Hi Colin. I understand your wish to clarify the situation and respect your
effort to do so.
However, for a number of reasons I don't intend to engage in a public debate
about the finer details of the circumstances, other than to say that your
description of the properties doesn't accord with my recollections [which
are that there is a large vacant (ie no house or other improvements),
unfenced, but certainly private, block with a deep pond on its right-hand
(southern) side (where my wife and I, and many others, saw the original 14
ducks back in late September) and immediately adjacent to and south of that
block and the pond is Judy Terracall's property, with front fence and gate,
large modern house, extensive established garden, large pond in the
back-yard, but no fence separating it from the vacant block]. The reported
trespass was onto her property, not onto the vacant block (which as far as I
know she does not own). Perhaps I should add that I have only ever met Judy
once (the day I visited the pond on the vacant block beside her property)
and spoken with her by phone twice since (one of her dogs was bitten by a
Red-bellied Black-snake while Diana and I were having tea with her,
requiring urgent, and wildly expensive, veterinary treatment - happily it
I would be happy to discuss this with you by phone to sort out conflicting
recollections/descriptions if you would care to send me a phone number
off-line (and I might be able to clarify one or two other matters at the
All the best. Richard
From: Colin R
Sent: Monday, 9 January 2012 8:57 PM
To: Richard Nowotny; 'Birding Aus'
Subject: Spotted Whistling Ducks
With all due respect Richard, I think it is fair to describe the
location so that all readers have an idea of how and why the alleged
intrusion might have happened. It has been made to sound like an
invasion into someone's house, but in reality the property is as
A large block of land in a suburban street - probably 100 meter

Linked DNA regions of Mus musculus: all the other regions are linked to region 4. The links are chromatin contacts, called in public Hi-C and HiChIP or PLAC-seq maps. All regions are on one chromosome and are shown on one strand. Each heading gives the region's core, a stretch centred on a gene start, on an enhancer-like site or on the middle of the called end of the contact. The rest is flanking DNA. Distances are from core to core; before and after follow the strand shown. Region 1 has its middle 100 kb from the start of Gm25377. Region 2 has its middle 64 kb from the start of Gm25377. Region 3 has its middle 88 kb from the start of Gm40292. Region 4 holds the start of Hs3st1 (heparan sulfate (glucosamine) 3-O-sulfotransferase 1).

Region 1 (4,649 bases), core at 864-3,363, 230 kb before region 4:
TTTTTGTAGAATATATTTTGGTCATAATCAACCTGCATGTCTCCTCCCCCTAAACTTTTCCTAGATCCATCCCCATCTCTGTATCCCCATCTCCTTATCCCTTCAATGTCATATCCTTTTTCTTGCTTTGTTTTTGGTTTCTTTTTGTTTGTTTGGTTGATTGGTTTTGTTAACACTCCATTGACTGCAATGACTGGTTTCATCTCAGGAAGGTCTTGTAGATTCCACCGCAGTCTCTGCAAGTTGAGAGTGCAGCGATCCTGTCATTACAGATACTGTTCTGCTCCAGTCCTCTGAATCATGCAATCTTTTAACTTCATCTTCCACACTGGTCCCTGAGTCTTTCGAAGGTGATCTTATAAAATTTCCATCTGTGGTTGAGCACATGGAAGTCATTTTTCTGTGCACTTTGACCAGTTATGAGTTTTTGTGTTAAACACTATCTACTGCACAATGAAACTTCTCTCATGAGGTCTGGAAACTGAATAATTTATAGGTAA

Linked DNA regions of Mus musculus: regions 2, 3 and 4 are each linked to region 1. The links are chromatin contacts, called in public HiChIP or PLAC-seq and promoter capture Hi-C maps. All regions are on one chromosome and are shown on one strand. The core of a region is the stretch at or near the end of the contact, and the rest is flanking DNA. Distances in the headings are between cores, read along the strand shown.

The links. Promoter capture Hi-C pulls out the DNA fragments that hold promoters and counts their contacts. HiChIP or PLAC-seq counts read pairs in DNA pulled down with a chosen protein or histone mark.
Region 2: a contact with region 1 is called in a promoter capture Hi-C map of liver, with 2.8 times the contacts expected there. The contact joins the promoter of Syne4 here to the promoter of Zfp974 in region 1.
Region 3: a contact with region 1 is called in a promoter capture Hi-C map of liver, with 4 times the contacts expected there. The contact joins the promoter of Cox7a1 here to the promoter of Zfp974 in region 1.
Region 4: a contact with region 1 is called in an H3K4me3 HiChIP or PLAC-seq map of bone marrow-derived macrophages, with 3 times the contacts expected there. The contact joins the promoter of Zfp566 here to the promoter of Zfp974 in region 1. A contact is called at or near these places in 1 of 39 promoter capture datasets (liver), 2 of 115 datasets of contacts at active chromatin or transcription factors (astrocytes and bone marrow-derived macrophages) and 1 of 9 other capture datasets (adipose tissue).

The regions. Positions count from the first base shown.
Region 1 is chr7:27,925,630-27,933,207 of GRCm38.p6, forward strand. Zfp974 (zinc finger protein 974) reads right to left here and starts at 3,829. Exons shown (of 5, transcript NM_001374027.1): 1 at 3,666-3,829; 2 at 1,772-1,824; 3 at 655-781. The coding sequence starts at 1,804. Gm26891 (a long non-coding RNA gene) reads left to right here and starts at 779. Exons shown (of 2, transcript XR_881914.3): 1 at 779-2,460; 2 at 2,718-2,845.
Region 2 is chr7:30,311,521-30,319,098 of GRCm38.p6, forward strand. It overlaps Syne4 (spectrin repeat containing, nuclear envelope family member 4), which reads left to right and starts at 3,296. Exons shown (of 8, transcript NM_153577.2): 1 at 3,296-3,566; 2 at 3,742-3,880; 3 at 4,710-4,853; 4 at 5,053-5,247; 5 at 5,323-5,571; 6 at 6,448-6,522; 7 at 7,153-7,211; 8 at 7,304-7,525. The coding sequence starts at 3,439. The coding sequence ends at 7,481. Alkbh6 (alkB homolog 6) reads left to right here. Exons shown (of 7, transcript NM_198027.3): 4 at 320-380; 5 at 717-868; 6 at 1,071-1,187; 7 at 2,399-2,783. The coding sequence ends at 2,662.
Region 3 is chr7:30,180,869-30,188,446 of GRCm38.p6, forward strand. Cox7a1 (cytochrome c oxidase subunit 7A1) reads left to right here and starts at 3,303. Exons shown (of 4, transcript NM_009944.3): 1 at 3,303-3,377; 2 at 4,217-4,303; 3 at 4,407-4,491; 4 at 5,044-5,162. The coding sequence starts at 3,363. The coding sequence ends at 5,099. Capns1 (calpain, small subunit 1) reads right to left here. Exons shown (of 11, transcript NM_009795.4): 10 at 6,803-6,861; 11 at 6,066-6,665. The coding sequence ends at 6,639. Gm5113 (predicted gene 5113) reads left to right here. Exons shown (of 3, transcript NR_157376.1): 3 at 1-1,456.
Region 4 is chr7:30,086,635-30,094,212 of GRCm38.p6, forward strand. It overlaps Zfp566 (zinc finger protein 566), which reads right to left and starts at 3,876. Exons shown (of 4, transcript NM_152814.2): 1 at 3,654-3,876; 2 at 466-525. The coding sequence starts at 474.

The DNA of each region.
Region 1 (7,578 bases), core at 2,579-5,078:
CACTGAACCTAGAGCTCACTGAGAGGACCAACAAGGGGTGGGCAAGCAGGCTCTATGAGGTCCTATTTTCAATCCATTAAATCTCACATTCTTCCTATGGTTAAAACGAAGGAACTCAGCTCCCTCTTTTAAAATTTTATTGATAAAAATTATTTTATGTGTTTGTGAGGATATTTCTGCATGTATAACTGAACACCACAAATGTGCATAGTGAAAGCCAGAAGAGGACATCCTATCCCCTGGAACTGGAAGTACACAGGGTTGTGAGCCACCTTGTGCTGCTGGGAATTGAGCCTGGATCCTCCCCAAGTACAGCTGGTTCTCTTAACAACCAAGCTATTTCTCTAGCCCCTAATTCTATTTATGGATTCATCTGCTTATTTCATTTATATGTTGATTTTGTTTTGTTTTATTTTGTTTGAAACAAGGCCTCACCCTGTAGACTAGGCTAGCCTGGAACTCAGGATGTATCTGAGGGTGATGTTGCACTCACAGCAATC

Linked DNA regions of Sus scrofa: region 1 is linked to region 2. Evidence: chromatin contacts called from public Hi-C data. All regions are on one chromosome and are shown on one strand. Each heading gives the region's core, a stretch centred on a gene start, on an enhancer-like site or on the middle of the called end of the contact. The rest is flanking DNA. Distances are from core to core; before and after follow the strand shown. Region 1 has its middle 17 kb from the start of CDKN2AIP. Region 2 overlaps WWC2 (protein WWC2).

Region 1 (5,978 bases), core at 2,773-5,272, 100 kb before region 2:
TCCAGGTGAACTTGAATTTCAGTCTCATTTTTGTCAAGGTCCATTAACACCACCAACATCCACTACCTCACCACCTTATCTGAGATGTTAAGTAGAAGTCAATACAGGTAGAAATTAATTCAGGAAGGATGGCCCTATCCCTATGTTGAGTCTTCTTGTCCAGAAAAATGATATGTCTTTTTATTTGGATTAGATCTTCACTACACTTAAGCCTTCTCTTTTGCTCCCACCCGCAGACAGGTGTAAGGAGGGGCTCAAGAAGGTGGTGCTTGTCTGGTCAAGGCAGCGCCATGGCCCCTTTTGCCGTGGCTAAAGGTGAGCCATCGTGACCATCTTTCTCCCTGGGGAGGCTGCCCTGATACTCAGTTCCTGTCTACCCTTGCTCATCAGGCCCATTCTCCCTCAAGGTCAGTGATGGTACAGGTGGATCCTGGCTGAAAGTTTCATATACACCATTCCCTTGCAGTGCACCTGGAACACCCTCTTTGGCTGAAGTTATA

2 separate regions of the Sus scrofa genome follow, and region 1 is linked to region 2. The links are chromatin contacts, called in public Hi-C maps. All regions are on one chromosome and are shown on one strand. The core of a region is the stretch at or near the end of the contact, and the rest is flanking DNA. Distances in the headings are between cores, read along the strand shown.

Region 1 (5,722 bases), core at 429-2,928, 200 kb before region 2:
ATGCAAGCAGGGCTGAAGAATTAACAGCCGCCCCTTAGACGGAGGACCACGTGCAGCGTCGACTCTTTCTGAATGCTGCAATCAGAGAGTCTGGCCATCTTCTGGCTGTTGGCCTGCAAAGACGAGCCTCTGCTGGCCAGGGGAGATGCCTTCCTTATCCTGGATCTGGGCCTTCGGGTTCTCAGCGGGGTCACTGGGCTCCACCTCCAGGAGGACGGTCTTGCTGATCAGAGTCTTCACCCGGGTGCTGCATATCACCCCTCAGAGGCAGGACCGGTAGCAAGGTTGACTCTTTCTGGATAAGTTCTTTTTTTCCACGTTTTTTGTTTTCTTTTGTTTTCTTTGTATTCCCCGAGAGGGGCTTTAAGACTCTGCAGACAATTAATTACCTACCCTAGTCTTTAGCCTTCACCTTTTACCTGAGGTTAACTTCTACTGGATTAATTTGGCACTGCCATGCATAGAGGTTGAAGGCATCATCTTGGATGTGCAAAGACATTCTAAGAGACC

frontage? The house set well back (~70 meters?) from the road and
apparently vacant as a For Sale sign indicates. No fence or gate or
personal possessions anywhere in sight at the front. The pool I believe
the birds were first seen on is about 30 metres from the road across
open grass and is a steep sided dam of relatively small size. Therefore
80% of the edges of the water are all but invisible from the road as the
property is essentially flat. It would be a natural step to walk in to
the dam to try to see any birds that may be present, but out of sight
below the dam 'edge'. The neighbour's - I believe she lives on the right
side of the property - fence is close to the edge of the dam - close but
there would be no need to enter her property or intrude in any way to
access the pond.
The second pond is to the left of the house (the first is on the right
side of the block). It is set back a little further - maybe 50 meters?
but still well clear of the house. It is of similar design and
visibility to the first altho more water surface is visible from the
road. Along the road frontage at this point is a raised hill crowned by
a line of palm trees - again no fence or barrier in any real sense.
While I am not condoning the claimed 'invasion' I think it is important